Energy and Major Diversion in Accident Reconstruction

Paper #:
  • 960888

Published:
  • 1996-02-01
Citation:
Fonda, A., "Energy and Major Diversion in Accident Reconstruction," SAE Technical Paper 960888, 1996, https://doi.org/10.4271/960888.
Author(s):
Pages:
14
Abstract:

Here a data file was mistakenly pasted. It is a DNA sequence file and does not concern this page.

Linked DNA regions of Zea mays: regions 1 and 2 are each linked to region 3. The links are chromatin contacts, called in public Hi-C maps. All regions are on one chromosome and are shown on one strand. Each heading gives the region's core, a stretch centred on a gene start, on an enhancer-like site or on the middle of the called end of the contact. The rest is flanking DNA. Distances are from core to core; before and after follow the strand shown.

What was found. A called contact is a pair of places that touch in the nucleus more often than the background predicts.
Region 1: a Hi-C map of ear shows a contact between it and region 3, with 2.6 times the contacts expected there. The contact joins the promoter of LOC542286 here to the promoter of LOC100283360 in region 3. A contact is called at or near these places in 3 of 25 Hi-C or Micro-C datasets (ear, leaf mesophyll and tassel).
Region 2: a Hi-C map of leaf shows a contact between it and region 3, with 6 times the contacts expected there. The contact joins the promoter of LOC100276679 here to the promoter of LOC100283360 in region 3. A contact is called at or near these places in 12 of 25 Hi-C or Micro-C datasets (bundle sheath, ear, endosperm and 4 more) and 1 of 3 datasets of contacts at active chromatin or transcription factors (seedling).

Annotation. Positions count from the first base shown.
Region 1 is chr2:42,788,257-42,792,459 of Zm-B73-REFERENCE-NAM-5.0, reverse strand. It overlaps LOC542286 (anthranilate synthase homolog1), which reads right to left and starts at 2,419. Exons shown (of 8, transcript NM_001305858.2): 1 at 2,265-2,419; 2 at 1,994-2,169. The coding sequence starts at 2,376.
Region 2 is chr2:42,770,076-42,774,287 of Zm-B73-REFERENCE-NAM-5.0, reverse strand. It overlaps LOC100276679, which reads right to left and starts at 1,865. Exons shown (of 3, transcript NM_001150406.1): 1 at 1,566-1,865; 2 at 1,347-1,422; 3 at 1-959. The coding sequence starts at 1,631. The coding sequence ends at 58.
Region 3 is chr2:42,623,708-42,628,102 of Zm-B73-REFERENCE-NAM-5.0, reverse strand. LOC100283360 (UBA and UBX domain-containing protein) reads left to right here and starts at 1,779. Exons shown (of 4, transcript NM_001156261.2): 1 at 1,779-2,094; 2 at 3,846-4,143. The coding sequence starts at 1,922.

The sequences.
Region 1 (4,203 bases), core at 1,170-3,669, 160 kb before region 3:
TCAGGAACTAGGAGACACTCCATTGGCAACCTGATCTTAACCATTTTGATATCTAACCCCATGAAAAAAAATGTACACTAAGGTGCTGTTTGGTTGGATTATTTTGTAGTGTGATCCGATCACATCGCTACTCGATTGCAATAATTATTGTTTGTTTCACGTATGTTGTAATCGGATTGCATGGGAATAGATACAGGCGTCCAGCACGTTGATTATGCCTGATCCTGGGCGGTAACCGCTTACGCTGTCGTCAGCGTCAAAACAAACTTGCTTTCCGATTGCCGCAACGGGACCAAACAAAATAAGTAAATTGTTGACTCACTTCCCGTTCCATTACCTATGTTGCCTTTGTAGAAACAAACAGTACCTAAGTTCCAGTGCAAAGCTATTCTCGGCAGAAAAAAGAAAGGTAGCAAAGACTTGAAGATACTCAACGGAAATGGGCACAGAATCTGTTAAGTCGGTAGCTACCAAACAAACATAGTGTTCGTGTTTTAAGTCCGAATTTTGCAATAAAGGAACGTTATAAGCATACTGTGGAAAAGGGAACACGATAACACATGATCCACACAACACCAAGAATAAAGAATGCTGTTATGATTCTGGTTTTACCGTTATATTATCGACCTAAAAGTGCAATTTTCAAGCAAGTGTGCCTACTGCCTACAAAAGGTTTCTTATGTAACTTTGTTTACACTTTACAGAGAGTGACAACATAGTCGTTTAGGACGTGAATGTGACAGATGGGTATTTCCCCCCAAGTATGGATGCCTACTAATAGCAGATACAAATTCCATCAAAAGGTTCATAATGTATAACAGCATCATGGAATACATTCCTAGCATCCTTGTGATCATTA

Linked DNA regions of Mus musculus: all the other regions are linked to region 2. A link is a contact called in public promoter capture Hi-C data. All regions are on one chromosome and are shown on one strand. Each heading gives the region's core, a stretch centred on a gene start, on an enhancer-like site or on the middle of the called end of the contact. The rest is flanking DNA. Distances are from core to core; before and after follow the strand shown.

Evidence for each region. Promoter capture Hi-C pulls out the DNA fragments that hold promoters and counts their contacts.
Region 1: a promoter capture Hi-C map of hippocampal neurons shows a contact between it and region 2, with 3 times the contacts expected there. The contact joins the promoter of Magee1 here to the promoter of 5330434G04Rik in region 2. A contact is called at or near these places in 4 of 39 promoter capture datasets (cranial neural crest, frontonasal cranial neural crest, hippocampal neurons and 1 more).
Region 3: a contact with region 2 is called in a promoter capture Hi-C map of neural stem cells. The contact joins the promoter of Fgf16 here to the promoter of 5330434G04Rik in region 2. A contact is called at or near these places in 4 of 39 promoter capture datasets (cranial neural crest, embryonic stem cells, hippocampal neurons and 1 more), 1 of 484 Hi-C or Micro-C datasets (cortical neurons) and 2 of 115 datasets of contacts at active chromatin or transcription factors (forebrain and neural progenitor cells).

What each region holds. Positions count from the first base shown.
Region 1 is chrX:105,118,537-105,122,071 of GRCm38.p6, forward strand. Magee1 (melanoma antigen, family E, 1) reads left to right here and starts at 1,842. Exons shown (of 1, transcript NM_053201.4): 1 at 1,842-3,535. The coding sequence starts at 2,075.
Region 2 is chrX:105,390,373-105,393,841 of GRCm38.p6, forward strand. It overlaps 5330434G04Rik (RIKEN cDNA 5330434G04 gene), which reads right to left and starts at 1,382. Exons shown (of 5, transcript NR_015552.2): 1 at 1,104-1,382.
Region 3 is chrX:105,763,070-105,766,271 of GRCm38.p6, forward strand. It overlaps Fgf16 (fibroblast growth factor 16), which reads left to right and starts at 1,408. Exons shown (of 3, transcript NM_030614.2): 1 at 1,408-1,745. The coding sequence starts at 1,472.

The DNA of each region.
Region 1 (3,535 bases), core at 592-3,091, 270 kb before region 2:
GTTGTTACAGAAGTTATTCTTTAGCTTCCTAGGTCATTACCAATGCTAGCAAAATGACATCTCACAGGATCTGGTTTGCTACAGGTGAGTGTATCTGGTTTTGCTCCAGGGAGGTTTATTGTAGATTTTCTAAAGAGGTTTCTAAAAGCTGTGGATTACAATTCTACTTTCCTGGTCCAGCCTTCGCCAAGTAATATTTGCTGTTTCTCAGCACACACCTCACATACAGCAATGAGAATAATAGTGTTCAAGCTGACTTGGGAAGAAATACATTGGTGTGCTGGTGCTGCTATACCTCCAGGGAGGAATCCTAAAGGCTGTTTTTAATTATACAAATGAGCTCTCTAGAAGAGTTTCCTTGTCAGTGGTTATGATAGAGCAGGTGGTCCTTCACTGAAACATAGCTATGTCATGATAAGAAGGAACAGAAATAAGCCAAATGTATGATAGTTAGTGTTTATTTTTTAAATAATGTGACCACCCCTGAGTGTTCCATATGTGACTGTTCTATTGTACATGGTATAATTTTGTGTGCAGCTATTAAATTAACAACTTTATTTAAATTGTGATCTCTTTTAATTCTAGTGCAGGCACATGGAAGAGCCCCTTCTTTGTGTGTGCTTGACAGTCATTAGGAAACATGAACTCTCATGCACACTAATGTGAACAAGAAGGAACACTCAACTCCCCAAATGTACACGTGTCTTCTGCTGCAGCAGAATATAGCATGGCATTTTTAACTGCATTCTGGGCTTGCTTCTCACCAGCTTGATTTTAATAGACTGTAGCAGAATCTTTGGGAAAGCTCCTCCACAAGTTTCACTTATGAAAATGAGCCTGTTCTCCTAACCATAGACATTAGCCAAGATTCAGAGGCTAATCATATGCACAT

Special methods of momentum-based accident reconstruction often are required when path diversions are major, that is, in excess of about 45°.An energy-based component is well known to be required for the maximal path diversion of 180″; with parallel unknowns the two momentum equations become identical, so that an independent equation based on the observed damage is required. Also-as we demonstrated in a previous paper-in intersection impacts, even with modest path diversions, momentum loss to earth during impact, while classically neglected, appreciably affects the inferred momentum of approach. The present study shows further that, with major diversion and brief travel to rest, conventional neglect of travel during impact may greatly distort the assigned post-impact travel direction and/or distance and, in consequence, the momentum solution.This paper first checks the validity of “observed” EDSMAC damage, prior to its use as a reference in accident reconstruction, by the reconstruction of speeds and times using elementary physics, for both normal and oblique deformation. Functional peculiarities are discovered in simulations of severe fully symmetric frontal impact.The paper then checks, against known experimental impacts, the validity of the reference EDSMAC simulations established by Woolley in 1994. Functional peculiarities are discovered in those reference simulations of offset impact.Checking against the remainder of this reference family, it is shown that for frontal, comer, and side impact the methods of CRASH usually give substantial and sometimes gross errors, mainly due to classical neglect of travel and rebound during' impact, while its extension, CRASHEX, gives results usually quite close to those of EDSMAC.Comparison of various approaches with the reference cases thus indicates that a fully developed, properly calibrated method of reconstruction can substantially match the reference method of simulation at its best, while sometimes in relevance and always in speed of solution it clearly outperforms the reference.
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